Toronto council takes a step toward licensing landlords

Toronto city council voted Wednesday to forge ahead with a plan that could one day force the city's biggest landlords to apply for a license to rent out their apartments.

'You don't get a chance to test drive a rental apartment like you do a car,' licensing chief tells council

A report by city staff on the feasability of licensing the Toronto's biggest private landlords is expected back at council by the fall (CBC)

Toronto city council voted Wednesday to forge ahead with a plan that could one day force the city's biggest landlords to apply for a license to rent out their apartments.

Council voted 33-6 to ask municipal licensing staff to start public consultations on the idea, which would only apply to buildings that are 10 stories or more, or contain more than three units.

A staff report on the idea is expected to completed by the fall.

Municipal Licensing and Standards executive director Tracey Cook backed the idea Wednesday, saying both landlords and tenants would benefit.

Landlords would know exactly what living standards they would be expected to provide, and "tenants and prospective tenants would know exactly what they're walking into.

"You don't get a chance to test drive a rental apartment like you do a car," she said.

In order to get a license, landlords would be expected to show that they have a state-of-good-repair program in place, as well as meet cleanliness and waste management targets.

Landlords lobbying tenants to oppose plan

There would also be a licensing fee, although Cook said the amount won't be decided until the consultations are complete.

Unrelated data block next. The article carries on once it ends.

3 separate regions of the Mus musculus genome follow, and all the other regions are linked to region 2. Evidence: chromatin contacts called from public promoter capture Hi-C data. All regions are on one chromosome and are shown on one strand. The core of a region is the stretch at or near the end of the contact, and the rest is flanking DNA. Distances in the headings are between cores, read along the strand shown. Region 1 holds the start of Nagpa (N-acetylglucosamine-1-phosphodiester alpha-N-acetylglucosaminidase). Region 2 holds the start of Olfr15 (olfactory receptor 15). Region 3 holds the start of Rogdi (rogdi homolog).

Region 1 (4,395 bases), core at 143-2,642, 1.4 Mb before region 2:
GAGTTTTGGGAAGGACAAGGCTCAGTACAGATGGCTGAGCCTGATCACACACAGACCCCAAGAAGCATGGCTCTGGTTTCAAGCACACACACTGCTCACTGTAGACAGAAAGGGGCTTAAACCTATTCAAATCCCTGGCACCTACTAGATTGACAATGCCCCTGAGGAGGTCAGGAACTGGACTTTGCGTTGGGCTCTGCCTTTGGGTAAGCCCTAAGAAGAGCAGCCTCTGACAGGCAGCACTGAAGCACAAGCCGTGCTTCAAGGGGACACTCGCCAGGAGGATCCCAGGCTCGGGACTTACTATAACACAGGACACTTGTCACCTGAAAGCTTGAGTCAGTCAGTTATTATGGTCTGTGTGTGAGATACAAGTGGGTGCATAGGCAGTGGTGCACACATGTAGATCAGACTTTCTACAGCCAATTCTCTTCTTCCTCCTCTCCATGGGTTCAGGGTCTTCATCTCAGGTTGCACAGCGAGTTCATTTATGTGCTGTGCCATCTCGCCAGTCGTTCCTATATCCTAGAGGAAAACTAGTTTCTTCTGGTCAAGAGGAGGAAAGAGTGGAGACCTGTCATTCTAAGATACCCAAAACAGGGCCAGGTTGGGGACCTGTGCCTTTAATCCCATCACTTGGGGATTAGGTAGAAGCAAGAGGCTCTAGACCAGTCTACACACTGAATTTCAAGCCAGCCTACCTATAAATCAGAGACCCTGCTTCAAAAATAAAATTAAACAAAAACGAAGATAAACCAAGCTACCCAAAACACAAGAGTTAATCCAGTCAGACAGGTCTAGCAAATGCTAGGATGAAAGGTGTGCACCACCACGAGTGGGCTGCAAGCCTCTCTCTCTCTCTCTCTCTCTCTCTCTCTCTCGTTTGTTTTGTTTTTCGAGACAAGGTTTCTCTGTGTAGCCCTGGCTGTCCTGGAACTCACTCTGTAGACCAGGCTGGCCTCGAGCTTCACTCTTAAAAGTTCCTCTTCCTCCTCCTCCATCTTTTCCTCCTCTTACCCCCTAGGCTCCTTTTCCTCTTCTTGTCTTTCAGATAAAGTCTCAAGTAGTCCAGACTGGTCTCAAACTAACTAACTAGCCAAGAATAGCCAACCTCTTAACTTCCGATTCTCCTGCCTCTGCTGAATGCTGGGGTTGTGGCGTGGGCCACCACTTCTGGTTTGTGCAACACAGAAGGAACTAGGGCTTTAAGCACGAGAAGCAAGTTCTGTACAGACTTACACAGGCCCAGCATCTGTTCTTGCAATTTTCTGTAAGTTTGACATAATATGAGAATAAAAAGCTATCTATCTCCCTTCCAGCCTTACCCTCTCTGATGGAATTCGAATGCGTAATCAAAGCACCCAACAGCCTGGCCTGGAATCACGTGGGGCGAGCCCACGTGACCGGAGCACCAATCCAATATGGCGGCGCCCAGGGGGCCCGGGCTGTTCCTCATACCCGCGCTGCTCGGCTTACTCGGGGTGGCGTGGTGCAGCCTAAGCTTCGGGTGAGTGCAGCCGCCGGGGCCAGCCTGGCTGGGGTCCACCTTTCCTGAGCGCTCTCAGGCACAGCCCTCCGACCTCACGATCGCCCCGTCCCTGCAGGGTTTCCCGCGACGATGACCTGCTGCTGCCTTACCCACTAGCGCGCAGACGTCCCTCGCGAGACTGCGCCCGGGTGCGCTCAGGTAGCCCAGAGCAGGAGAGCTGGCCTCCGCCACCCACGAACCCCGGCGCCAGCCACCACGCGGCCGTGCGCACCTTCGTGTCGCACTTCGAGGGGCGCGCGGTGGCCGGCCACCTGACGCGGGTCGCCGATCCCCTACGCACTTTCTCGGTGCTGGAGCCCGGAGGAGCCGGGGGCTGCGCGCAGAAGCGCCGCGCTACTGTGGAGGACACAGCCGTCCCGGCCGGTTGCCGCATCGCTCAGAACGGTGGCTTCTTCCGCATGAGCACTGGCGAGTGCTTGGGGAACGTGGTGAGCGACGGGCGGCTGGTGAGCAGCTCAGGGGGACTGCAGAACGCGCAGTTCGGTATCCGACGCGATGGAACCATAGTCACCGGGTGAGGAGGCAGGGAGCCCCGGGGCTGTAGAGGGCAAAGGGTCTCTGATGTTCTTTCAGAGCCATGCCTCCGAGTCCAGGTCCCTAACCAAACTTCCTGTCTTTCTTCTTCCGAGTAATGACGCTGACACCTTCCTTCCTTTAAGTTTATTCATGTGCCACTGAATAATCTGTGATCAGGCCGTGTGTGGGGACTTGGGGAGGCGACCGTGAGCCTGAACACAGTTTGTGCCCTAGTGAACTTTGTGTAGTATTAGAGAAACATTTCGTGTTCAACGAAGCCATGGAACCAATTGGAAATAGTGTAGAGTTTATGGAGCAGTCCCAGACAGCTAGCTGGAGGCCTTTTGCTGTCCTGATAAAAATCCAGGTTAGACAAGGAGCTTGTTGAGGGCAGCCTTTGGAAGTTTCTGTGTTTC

A landlords' lobby in the past has suggested that any licensing fee would be passed on to tenants, but Cook said that would likely be a violation of the provincial Landlord and Tenant Act.

Even so, some councillors reported during  Wednesday's debate that their apartment-dwelling constituents have been the target of a leafleting campaign by landlords, who have convinced them that the licensing plan is actually a tax on tenants.

"There's been a lot of misinformation out there," said Ward 22 Coun. Josh Matlow, who has championed the licensing idea.

Councillors heard that about 3,200 buildings would be affected, and that 1.5 million people — about half the population of Toronton — are renters.

Critics say it's unnecessary red tape 

Several councillors criticized the idea of a landlord license, saying it adds unnecessary expense and red tape to the industry.

Ward 3 Coun. Stephen Holyday even began unravelling a roll of red masking tape to illustrate his point.

Cook told Ward 7 Coun. Giorgio Mammoliti that the licensing fee would probably not apply to the city's biggest landlord, Toronto Community Housing, which is run by the city and is expected to pile up a repair bill in excess of $2.5 billion over the next 10 years.

TCH units "are full of mould, they're broken down, there are bathrooms that are in a complete shambles," he said. "So I don't know how licensing private landlords is going to help the largest problem, that being our own units," Mammoliti said.